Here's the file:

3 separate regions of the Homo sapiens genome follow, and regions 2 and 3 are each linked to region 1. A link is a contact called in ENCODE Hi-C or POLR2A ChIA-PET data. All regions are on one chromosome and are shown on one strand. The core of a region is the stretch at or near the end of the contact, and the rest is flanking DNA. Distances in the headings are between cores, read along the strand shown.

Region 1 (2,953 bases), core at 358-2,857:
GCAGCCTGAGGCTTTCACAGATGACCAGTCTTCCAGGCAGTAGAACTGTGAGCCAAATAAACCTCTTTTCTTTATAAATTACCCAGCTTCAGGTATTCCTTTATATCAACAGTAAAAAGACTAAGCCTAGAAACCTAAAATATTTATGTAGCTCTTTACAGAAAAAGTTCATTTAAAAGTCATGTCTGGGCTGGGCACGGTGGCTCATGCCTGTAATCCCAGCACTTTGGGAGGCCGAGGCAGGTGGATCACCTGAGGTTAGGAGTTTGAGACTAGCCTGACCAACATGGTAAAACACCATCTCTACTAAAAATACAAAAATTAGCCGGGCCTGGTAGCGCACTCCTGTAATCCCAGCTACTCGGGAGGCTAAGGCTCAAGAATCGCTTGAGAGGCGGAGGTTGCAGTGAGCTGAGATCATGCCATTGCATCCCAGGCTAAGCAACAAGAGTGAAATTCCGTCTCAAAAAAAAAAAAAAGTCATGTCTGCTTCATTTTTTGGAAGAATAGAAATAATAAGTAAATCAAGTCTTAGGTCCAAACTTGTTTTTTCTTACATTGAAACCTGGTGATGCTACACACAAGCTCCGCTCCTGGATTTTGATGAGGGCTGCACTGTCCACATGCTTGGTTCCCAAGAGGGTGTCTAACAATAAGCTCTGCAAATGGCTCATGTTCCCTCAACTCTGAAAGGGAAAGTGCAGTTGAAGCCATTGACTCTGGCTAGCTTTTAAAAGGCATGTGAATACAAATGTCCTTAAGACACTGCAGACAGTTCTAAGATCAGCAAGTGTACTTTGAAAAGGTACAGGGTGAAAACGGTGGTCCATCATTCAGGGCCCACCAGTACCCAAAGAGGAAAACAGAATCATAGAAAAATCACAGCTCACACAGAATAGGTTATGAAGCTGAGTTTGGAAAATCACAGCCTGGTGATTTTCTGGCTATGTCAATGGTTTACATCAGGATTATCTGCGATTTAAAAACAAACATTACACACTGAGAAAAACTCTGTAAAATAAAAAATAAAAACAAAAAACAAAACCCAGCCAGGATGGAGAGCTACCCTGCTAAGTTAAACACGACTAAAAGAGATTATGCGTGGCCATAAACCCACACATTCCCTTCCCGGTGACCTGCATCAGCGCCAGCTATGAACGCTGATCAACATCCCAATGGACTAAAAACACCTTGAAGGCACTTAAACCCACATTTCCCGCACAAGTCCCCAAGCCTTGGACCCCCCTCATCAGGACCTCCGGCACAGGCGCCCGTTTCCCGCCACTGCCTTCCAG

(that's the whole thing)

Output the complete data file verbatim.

3 separate regions of the Homo sapiens genome follow, and regions 2 and 3 are each linked to region 1. A link is a contact called in ENCODE Hi-C or POLR2A ChIA-PET data. All regions are on one chromosome and are shown on one strand. The core of a region is the stretch at or near the end of the contact, and the rest is flanking DNA. Distances in the headings are between cores, read along the strand shown.

Region 1 (2,953 bases), core at 358-2,857:
GCAGCCTGAGGCTTTCACAGATGACCAGTCTTCCAGGCAGTAGAACTGTGAGCCAAATAAACCTCTTTTCTTTATAAATTACCCAGCTTCAGGTATTCCTTTATATCAACAGTAAAAAGACTAAGCCTAGAAACCTAAAATATTTATGTAGCTCTTTACAGAAAAAGTTCATTTAAAAGTCATGTCTGGGCTGGGCACGGTGGCTCATGCCTGTAATCCCAGCACTTTGGGAGGCCGAGGCAGGTGGATCACCTGAGGTTAGGAGTTTGAGACTAGCCTGACCAACATGGTAAAACACCATCTCTACTAAAAATACAAAAATTAGCCGGGCCTGGTAGCGCACTCCTGTAATCCCAGCTACTCGGGAGGCTAAGGCTCAAGAATCGCTTGAGAGGCGGAGGTTGCAGTGAGCTGAGATCATGCCATTGCATCCCAGGCTAAGCAACAAGAGTGAAATTCCGTCTCAAAAAAAAAAAAAAGTCATGTCTGCTTCATTTTTTGGAAGAATAGAAATAATAAGTAAATCAAGTCTTAGGTCCAAACTTGTTTTTTCTTACATTGAAACCTGGTGATGCTACACACAAGCTCCGCTCCTGGATTTTGATGAGGGCTGCACTGTCCACATGCTTGGTTCCCAAGAGGGTGTCTAACAATAAGCTCTGCAAATGGCTCATGTTCCCTCAACTCTGAAAGGGAAAGTGCAGTTGAAGCCATTGACTCTGGCTAGCTTTTAAAAGGCATGTGAATACAAATGTCCTTAAGACACTGCAGACAGTTCTAAGATCAGCAAGTGTACTTTGAAAAGGTACAGGGTGAAAACGGTGGTCCATCATTCAGGGCCCACCAGTACCCAAAGAGGAAAACAGAATCATAGAAAAATCACAGCTCACACAGAATAGGTTATGAAGCTGAGTTTGGAAAATCACAGCCTGGTGATTTTCTGGCTATGTCAATGGTTTACATCAGGATTATCTGCGATTTAAAAACAAACATTACACACTGAGAAAAACTCTGTAAAATAAAAAATAAAAACAAAAAACAAAACCCAGCCAGGATGGAGAGCTACCCTGCTAAGTTAAACACGACTAAAAGAGATTATGCGTGGCCATAAACCCACACATTCCCTTCCCGGTGACCTGCATCAGCGCCAGCTATGAACGCTGATCAACATCCCAATGGACTAAAAACACCTTGAAGGCACTTAAACCCACATTTCCCGCACAAGTCCCCAAGCCTTGGACCCCCCTCATCAGGACCTCCGGCACAGGCGCCCGTTTCCCGCCACTGCCTTCCAG